“You can save hundreds of lives. Or the one that matters most.”
Set to be released on 22nd June, Hostage by Clare Mackintosh is a claustrophobic thriller set over twenty hours on one aeroplane flight. Mina is trying to focus on her job as a flight attendant, not the problems of her five-year-old daughter back home, or the fissures in her marriage. But the plane has barely taken off when Mina receives a chilling note from an anonymous passenger, someone intent on ensuring the plane never reaches its destination. Someone who needs Mina’s assistance and who knows exactly how to make her comply. It’s twenty hours to landing. A lot can happen in twenty hours.
Thank you to NetGalley for a free advance copy of this book in exchange for an honest review.
A tense and twisty thriller, Hostage is a smart and high-tension thrill ride that will have you on the edge of your seat (and with Clare Mackintosh, you’re always in first class!).
The thing I look forward to most of all when reading a Mackintosh book is her standout character development. And as is expected, Hostage is a very character-driven story that’s full of engaging human drama. You can really feel the emotional bond and affection of the family unit at the centre of the story which really grips you emotionally.
Told between three main different points of view – Adam on the ground, Mina in the air, and an unnamed passenger behind the hijacking – I love how the story comes together. Well-paced and full of action, the various angles provides a front-row seat to their experiences. I would have liked the hijacker’s intentions made clearer earlier on as I was wondering what the purpose of their actions were for a while, but the final twists are absolutely brilliant.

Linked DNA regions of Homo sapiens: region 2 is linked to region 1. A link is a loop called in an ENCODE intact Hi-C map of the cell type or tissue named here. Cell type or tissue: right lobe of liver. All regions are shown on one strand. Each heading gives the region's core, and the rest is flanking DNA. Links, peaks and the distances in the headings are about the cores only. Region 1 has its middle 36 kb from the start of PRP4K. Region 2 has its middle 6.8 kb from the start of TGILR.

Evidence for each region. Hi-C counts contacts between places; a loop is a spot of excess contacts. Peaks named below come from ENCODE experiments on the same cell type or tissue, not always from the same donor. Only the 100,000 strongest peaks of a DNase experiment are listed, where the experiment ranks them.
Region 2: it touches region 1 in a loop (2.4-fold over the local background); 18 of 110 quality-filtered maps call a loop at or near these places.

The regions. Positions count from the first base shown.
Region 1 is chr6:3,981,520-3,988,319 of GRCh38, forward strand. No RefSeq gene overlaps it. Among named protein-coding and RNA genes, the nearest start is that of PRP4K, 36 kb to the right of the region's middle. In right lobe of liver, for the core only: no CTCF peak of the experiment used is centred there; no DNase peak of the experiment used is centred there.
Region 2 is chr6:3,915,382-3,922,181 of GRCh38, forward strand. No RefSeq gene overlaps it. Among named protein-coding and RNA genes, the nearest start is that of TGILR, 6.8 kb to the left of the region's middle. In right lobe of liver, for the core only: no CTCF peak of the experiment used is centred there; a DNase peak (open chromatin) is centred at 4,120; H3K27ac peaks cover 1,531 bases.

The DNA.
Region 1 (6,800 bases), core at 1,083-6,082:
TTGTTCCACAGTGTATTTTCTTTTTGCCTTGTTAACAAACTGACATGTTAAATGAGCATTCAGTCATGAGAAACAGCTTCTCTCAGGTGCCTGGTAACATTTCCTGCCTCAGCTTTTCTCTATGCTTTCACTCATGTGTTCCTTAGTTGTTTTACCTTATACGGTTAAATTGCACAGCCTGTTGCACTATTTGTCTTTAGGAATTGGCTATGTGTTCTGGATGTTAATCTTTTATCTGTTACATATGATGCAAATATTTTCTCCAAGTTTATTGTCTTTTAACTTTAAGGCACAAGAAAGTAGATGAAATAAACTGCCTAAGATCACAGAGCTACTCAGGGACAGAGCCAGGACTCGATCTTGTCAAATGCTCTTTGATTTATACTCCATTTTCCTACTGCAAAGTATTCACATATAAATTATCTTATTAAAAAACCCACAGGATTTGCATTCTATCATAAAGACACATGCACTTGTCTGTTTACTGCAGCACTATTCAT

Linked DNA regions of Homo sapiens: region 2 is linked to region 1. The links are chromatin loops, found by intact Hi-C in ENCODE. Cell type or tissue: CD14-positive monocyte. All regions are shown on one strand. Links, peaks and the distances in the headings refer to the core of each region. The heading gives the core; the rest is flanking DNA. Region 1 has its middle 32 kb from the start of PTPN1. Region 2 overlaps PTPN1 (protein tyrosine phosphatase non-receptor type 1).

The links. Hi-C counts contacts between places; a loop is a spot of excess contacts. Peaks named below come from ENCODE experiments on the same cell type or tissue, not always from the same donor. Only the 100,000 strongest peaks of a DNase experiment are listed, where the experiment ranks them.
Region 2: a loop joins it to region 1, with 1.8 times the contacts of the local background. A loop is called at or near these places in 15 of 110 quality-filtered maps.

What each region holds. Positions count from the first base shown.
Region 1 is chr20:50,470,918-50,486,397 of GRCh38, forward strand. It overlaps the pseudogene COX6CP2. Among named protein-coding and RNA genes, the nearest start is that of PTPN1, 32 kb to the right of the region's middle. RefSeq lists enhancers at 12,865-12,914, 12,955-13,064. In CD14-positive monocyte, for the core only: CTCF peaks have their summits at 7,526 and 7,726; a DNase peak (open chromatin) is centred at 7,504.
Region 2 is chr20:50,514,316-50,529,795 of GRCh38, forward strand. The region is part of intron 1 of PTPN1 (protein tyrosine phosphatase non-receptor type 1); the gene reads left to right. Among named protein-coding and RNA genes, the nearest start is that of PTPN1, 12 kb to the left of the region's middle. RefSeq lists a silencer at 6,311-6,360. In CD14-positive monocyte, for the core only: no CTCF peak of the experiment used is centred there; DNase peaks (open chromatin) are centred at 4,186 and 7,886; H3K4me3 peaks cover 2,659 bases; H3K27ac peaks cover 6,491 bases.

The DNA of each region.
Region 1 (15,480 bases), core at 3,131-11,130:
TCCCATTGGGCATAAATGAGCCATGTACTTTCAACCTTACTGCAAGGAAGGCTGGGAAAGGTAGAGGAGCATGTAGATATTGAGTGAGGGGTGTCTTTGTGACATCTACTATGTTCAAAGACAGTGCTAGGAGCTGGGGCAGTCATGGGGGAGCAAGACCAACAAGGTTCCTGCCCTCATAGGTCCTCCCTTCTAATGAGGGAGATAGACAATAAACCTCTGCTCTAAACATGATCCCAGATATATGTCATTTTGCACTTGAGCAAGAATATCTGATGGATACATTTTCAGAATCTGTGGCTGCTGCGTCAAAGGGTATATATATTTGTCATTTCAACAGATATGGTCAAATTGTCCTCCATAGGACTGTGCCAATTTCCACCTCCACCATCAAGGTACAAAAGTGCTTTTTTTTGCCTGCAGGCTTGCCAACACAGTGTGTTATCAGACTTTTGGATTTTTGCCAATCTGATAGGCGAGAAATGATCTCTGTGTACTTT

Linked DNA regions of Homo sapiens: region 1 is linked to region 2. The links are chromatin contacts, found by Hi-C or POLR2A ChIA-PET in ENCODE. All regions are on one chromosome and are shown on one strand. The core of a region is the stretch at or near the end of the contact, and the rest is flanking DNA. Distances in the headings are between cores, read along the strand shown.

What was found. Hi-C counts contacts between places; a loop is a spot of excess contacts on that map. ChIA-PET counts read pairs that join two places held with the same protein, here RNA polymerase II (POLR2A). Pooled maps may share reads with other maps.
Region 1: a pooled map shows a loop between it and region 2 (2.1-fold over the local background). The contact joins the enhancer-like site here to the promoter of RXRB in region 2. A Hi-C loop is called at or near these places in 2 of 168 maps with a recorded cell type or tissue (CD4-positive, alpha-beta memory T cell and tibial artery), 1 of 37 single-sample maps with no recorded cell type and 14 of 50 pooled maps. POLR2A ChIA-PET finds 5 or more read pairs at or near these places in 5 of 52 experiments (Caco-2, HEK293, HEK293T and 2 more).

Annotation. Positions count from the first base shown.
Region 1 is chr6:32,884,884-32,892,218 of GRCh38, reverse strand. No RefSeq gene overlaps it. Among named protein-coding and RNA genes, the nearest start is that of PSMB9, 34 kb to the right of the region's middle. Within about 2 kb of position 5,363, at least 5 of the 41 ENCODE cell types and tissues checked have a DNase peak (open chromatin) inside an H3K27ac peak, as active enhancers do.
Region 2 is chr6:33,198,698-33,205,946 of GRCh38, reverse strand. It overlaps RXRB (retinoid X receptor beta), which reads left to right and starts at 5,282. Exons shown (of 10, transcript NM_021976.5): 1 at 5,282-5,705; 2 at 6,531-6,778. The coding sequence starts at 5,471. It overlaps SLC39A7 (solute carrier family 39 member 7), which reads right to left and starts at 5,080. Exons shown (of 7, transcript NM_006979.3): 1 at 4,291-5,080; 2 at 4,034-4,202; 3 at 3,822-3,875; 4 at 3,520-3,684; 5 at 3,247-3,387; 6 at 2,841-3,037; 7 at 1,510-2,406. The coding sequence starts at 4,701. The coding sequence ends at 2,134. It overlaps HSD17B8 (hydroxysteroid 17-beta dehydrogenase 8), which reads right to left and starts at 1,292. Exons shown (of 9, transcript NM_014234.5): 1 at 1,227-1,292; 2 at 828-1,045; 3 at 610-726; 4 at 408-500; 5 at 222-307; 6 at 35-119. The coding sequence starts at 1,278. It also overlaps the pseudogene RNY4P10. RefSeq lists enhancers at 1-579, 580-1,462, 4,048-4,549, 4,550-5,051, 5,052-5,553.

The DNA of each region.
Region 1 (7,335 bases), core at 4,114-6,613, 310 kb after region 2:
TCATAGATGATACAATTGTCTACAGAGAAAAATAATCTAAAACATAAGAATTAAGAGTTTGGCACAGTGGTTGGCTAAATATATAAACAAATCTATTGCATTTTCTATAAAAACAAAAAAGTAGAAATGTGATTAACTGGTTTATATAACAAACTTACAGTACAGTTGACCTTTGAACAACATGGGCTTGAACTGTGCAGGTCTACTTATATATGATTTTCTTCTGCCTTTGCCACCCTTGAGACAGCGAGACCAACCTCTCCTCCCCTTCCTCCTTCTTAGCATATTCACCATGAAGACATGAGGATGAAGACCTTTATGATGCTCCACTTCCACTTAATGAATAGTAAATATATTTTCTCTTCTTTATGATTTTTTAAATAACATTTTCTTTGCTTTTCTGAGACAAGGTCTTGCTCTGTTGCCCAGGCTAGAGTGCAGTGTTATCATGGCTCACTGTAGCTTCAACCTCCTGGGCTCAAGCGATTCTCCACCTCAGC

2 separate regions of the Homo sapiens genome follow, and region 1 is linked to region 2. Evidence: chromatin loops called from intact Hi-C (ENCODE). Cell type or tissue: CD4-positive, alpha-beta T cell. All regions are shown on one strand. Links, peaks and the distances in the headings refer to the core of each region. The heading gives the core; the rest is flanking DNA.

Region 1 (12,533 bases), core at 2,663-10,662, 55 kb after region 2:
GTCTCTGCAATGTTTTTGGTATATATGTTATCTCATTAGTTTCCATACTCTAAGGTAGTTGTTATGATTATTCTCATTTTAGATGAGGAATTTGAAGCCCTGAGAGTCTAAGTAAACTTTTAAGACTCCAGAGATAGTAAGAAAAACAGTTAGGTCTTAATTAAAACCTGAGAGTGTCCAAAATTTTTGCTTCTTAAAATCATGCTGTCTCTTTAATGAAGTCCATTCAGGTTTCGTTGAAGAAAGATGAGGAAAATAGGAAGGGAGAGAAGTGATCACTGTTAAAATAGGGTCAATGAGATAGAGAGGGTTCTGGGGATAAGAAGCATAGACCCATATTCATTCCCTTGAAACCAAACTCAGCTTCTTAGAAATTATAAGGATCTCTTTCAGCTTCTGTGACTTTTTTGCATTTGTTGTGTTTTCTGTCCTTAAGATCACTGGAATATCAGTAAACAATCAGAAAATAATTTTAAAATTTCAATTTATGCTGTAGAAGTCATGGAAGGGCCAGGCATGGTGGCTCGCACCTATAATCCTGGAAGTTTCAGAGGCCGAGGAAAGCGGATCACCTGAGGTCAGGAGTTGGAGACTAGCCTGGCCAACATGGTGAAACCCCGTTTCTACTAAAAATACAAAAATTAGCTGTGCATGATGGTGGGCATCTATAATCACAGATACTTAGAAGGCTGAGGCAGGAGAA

Without giving too much away, I really enjoyed the discussion that Mackintosh opens up with her story about how it’s important for us to make changes, no matter how small, but that it’s not always the easy thing to do despite our good intentions. Because although she is using her story to explore a very important topic, she does so without being patronising or preachy.
I especially enjoyed the Author’s Notes at the end which discuss some of the real-life events that inspired her story. At first, there were a couple of things that I thought were a little far-fetched about the hijacker’s plan, but I found the points that Mackintosh makes about how some activists don’t always consider the severity of their own actions when wanting to send a message really insightful. This helped me make sense of the book much better, as I realised how true it is that the actions some people make can often be hypocritical of the point they are trying to prove, which tied into the book brilliantly.
Hostage didn’t leave me breathless from the claustrophobic setting as I was hoping it would, but it is a thoroughly entertaining read and one that I would love to see adapted into a film.
Hostage by Clare Mackintosh
Release Date: 22nd June 2021
Print Length: 372 pages
Publisher: Sphere – Little, Brown Book Group UK